I read Spirit Junkie by Gabrielle Bernstein, who is beautiful and sober and another teacher of A Course In Miracles. I wanted what she had and was guided to start praying on my knees each morning, practicing five minutes a day of meditation, and I committed to a week long, hourly fear inventory.
More books and teachers and programs and spiritual tools appeared. I felt good. I cried a lot but it was no longer from panic, it felt like walls I’d erected within my heart were melting. It was safe to feel my feelings. I started cultivating a faith that I was exactly where I needed to be on my recovery path and that more would be revealed as needed.
A network rose around me of other women in recovery who can relate to my experiences and who want to talk about God and healing and forgiveness. With them I’m not stigmatized for my past experiences of depression and anxiety and the solutions I used to medicate myself. I’m loved and connected and learning how to make friends with myself.
The search for love is but the honest searching out of everything that interferes with love.
– A Course In Miracles
I’m a human being with history and attachments and biology. Depression and anxiety and PTSD have graced my life through genetics, enculturation, and being in the wrong place at the wrong time. Today I’m not mad about it. Those diagnoses — those shadows over my life — led me to a new way of life.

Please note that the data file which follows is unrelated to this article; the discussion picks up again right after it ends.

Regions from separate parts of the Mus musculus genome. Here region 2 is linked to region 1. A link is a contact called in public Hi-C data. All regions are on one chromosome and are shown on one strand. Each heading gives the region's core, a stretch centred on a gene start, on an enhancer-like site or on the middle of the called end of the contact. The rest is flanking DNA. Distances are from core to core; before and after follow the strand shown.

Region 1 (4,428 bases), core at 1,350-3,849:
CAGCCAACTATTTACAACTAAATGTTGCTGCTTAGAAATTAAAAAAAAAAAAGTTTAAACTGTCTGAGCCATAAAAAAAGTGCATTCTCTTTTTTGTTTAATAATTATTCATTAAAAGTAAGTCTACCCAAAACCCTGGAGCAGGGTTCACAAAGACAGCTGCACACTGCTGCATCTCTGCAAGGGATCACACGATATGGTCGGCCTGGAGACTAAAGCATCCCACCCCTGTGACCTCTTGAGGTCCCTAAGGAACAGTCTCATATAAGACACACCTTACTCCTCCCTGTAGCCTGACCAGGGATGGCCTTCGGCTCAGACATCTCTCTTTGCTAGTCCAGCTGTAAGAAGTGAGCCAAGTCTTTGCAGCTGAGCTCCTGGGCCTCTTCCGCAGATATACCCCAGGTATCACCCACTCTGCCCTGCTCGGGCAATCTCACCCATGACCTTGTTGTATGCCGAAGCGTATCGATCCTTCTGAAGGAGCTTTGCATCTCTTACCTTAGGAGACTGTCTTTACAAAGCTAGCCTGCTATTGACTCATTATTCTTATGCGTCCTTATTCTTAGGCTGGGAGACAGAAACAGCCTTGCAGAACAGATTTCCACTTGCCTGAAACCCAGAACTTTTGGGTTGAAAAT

The gift of desperation (my favorite acronym for the word God) of my last mental health crisis gave me everything that I care about now — sobriety, daily Reiki practice, heart-centered connection with other people including my mother, the ability to make a contribution to the world, and a willingness to rely on a source greater than myself for mental, emotional, physical, and spiritual wellbeing.
It’s not that I woke up with a faith that the Universe has my back and was then cured of my insanity. It’s not that simple, but it’s almost that simple. I woke up with that faith and then took action. I started cleaning up my life where it was obviously a mess and I didn’t attempt to do that alone. Teachers, friends, and tools appeared as I was ready to heal. It was and is always up to me to say “Yes” to each new opportunity to get more well and grounded and integrated.
For the moment, prescription medicine is not part of my story. Neither is self-medication with other drugs or alcohol. There is medicine in my life though for sure, and it’s administered daily. The spiritual solution that works for me is ever changing, flexible, both unique to me and also in alignment with many core practices throughout the ages. I’m not alone. I feel optimistic. Most days I’m present with my feelings — depressed, tender, joyous, anxious, loving, fearful, open-hearted — and I greet them with honesty, compassion, and forward motion.
“Breath in the love. Breath out the jive. Breathe in the mystery. Breathe out the history. Breathe in the luminosity. Breathe out the grandiosity.”
–Rob Brezney, Pronoia is Antidote for Paranoia
EDITOR IN CHIEF: Bud Clayman | EDITOR: Glenn Holsten | ART & LAYOUT: Leah Alexandra Goldstein
Leah Alexandra Goldstein